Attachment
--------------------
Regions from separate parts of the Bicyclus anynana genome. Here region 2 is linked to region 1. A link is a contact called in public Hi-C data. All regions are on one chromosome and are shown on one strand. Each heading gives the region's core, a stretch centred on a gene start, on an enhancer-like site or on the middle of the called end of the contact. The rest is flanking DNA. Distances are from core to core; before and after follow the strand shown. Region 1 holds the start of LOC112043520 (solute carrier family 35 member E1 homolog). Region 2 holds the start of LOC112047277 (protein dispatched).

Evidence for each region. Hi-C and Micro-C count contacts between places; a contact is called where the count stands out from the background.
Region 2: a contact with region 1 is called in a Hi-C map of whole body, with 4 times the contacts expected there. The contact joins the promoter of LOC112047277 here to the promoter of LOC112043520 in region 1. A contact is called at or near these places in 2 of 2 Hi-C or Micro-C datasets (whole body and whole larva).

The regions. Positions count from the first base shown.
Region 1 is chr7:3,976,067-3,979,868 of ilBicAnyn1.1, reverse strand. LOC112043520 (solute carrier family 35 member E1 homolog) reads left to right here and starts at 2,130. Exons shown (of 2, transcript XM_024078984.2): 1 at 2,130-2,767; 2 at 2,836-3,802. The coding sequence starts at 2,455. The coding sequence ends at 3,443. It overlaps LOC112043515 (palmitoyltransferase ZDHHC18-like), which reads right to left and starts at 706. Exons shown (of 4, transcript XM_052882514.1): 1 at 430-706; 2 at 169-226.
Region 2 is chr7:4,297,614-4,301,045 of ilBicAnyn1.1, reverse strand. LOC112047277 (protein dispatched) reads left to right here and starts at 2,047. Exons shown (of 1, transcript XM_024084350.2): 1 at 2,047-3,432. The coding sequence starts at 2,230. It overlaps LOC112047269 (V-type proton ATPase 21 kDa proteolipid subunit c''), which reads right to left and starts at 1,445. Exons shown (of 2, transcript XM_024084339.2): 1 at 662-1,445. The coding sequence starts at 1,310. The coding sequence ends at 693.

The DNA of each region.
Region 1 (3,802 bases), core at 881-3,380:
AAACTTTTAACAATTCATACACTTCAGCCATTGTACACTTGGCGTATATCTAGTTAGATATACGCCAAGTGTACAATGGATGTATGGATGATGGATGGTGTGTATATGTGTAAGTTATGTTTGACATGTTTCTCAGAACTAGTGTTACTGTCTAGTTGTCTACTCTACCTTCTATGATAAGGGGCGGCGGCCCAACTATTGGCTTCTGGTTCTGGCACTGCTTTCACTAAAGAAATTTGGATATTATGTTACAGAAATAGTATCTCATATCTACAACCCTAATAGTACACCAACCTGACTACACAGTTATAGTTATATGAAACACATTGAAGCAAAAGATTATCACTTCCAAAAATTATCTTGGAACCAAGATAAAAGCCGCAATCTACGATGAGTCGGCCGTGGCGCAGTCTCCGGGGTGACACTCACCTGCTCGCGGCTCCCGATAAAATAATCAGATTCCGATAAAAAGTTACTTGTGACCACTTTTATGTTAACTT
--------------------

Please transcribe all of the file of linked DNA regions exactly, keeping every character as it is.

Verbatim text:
Regions from separate parts of the Bicyclus anynana genome. Here region 2 is linked to region 1. A link is a contact called in public Hi-C data. All regions are on one chromosome and are shown on one strand. Each heading gives the region's core, a stretch centred on a gene start, on an enhancer-like site or on the middle of the called end of the contact. The rest is flanking DNA. Distances are from core to core; before and after follow the strand shown. Region 1 holds the start of LOC112043520 (solute carrier family 35 member E1 homolog). Region 2 holds the start of LOC112047277 (protein dispatched).

Evidence for each region. Hi-C and Micro-C count contacts between places; a contact is called where the count stands out from the background.
Region 2: a contact with region 1 is called in a Hi-C map of whole body, with 4 times the contacts expected there. The contact joins the promoter of LOC112047277 here to the promoter of LOC112043520 in region 1. A contact is called at or near these places in 2 of 2 Hi-C or Micro-C datasets (whole body and whole larva).

The regions. Positions count from the first base shown.
Region 1 is chr7:3,976,067-3,979,868 of ilBicAnyn1.1, reverse strand. LOC112043520 (solute carrier family 35 member E1 homolog) reads left to right here and starts at 2,130. Exons shown (of 2, transcript XM_024078984.2): 1 at 2,130-2,767; 2 at 2,836-3,802. The coding sequence starts at 2,455. The coding sequence ends at 3,443. It overlaps LOC112043515 (palmitoyltransferase ZDHHC18-like), which reads right to left and starts at 706. Exons shown (of 4, transcript XM_052882514.1): 1 at 430-706; 2 at 169-226.
Region 2 is chr7:4,297,614-4,301,045 of ilBicAnyn1.1, reverse strand. LOC112047277 (protein dispatched) reads left to right here and starts at 2,047. Exons shown (of 1, transcript XM_024084350.2): 1 at 2,047-3,432. The coding sequence starts at 2,230. It overlaps LOC112047269 (V-type proton ATPase 21 kDa proteolipid subunit c''), which reads right to left and starts at 1,445. Exons shown (of 2, transcript XM_024084339.2): 1 at 662-1,445. The coding sequence starts at 1,310. The coding sequence ends at 693.

The DNA of each region.
Region 1 (3,802 bases), core at 881-3,380:
AAACTTTTAACAATTCATACACTTCAGCCATTGTACACTTGGCGTATATCTAGTTAGATATACGCCAAGTGTACAATGGATGTATGGATGATGGATGGTGTGTATATGTGTAAGTTATGTTTGACATGTTTCTCAGAACTAGTGTTACTGTCTAGTTGTCTACTCTACCTTCTATGATAAGGGGCGGCGGCCCAACTATTGGCTTCTGGTTCTGGCACTGCTTTCACTAAAGAAATTTGGATATTATGTTACAGAAATAGTATCTCATATCTACAACCCTAATAGTACACCAACCTGACTACACAGTTATAGTTATATGAAACACATTGAAGCAAAAGATTATCACTTCCAAAAATTATCTTGGAACCAAGATAAAAGCCGCAATCTACGATGAGTCGGCCGTGGCGCAGTCTCCGGGGTGACACTCACCTGCTCGCGGCTCCCGATAAAATAATCAGATTCCGATAAAAAGTTACTTGTGACCACTTTTATGTTAACTT